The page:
In what is becoming an increasingly common move, Microsoft this week caved to more demands from browser maker Opera by agreeing to further change the proposed browser-ballot screen it will provide in European versions of Windows. Now, the order in which the alternative browsers are presented will be randomized so that the most popular browsers won't always be listed first.

This development provides Opera—which controlled just 1.5 percent of the web browser market in October, well behind all other browsers—with an artificially prominent spot on a list that, quite frankly, it shouldn't even be included in. But Opera, of course, was the company that first complained to the European Union (EU) about Microsoft's allegedly anti-competitive behavior, and Opera now is treated as an equal to Apple, Google, Microsoft, and Mozilla, companies that make browsers that are actually used by a measurably large audience.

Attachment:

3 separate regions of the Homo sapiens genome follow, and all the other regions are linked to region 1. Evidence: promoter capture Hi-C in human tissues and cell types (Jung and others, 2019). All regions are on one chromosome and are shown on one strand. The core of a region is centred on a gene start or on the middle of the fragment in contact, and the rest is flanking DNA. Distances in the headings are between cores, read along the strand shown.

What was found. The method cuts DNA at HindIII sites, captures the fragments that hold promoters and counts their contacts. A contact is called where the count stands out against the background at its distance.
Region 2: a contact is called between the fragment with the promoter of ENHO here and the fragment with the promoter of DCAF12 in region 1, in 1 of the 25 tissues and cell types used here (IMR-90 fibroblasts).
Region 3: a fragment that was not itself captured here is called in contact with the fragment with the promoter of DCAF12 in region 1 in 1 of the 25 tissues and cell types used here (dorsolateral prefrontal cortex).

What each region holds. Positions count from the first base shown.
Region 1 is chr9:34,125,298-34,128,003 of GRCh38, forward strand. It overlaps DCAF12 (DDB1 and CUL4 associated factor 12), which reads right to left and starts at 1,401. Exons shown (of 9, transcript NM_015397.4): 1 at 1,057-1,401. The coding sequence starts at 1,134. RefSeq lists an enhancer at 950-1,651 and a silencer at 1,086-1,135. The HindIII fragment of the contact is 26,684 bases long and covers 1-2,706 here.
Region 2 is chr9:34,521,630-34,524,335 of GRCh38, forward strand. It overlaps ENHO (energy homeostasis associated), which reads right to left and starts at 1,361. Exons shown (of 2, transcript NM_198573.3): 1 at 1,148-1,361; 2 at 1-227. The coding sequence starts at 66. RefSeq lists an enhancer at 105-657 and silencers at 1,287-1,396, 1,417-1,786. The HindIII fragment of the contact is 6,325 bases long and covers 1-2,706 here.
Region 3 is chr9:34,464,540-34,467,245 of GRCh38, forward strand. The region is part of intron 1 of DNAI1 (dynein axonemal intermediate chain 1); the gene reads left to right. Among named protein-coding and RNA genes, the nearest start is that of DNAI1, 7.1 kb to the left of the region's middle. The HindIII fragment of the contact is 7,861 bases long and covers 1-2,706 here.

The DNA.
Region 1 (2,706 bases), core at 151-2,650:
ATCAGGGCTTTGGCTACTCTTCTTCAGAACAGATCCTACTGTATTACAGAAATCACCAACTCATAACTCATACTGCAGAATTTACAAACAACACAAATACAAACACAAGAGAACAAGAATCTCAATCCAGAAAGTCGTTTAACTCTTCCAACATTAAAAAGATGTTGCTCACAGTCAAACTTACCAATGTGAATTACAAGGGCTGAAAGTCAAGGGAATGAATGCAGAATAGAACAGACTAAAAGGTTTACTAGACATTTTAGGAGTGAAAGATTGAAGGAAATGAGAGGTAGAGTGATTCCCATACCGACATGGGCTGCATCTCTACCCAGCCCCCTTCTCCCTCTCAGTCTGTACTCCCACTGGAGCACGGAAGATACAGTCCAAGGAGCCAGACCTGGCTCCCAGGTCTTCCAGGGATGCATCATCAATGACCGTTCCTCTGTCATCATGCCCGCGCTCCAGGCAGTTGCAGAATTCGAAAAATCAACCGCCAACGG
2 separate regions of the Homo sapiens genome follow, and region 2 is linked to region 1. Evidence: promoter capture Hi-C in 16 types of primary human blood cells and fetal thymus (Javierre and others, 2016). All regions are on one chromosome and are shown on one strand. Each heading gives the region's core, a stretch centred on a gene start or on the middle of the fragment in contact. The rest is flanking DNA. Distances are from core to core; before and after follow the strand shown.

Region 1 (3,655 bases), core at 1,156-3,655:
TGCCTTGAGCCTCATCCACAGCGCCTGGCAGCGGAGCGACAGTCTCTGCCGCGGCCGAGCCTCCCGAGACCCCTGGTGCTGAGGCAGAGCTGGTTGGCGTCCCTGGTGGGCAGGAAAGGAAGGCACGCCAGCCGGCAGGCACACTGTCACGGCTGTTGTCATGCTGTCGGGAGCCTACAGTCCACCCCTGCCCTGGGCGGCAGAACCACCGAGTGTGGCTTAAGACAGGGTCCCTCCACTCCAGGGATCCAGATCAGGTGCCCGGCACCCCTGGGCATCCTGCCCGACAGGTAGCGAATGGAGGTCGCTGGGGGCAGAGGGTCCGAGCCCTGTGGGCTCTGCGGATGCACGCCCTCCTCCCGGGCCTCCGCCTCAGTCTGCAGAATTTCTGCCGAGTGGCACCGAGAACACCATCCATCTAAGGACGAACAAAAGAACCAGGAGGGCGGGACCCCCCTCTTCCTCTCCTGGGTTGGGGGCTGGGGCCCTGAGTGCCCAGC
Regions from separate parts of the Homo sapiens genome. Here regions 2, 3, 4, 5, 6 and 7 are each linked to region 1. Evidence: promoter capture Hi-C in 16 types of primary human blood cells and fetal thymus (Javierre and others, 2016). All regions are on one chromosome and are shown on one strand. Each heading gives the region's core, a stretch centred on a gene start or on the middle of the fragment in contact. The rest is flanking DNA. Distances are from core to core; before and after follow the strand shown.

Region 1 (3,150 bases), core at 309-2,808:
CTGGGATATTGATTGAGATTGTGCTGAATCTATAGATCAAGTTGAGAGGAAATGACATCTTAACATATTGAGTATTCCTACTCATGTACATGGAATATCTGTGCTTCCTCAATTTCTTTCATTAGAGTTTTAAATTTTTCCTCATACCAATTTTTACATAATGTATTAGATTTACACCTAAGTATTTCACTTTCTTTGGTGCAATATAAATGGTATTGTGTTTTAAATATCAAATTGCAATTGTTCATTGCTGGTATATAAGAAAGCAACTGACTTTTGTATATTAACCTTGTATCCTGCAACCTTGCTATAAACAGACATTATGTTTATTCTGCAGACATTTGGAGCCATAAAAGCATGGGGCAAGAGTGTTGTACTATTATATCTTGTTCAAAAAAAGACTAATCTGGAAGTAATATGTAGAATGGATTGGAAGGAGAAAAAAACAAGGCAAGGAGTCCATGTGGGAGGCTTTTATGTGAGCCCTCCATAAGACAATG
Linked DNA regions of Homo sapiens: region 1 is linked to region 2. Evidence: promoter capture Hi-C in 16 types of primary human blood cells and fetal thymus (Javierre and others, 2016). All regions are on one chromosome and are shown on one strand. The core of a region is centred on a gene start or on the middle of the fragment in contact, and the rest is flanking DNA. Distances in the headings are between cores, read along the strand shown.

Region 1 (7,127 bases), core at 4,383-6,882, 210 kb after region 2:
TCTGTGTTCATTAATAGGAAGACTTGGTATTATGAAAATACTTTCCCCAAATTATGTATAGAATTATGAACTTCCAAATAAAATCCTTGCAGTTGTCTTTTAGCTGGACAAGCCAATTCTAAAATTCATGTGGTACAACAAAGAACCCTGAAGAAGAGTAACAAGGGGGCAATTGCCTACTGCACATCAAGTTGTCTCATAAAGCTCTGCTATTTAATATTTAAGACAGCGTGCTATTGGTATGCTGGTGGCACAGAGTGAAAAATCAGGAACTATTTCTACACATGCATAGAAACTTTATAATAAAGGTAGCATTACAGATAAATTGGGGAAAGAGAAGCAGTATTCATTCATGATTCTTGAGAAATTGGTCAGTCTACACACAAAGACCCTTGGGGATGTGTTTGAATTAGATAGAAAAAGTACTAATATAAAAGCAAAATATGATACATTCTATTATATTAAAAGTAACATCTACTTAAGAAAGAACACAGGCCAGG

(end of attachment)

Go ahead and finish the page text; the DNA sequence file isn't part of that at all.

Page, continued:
Although neither Microsoft nor the EU have officially confirmed the change, numerous sources close to the case, as well as recent statements made by EU officials, suggest that a deal has already been made. "We have addressed the issues raised in the market test and we think we now have the basis for quite a robust remedy," confirmed Philip Lowe, the European Commission's (EC'S) Directorate General for Competition, when asked about the changes. "We've concluded our discussions with Microsoft."

Microsoft also made another small concession by presenting the ballot screen in a generic application window rather than inside Internet Explorer (IE) as per its original mockup design. Assuming these changes are approved by EU antitrust regulators—and that appears to be exactly what's happening—Microsoft should be able to resolve its most pressing EU antitrust case before the end of the year. An EU college of commissioners is set to meet December 15 to vote to conclude the case.

That conclusion would pave the way for an update to Windows 7, Windows Vista, and Windows XP—perhaps tied to the Windows 7 SP1 release that's scheduled for October 2010—that would ship electronically to customers in Europe. This update will provide customers with the browser-ballot screen and would be included by default in all future shipping versions of these products in the EU.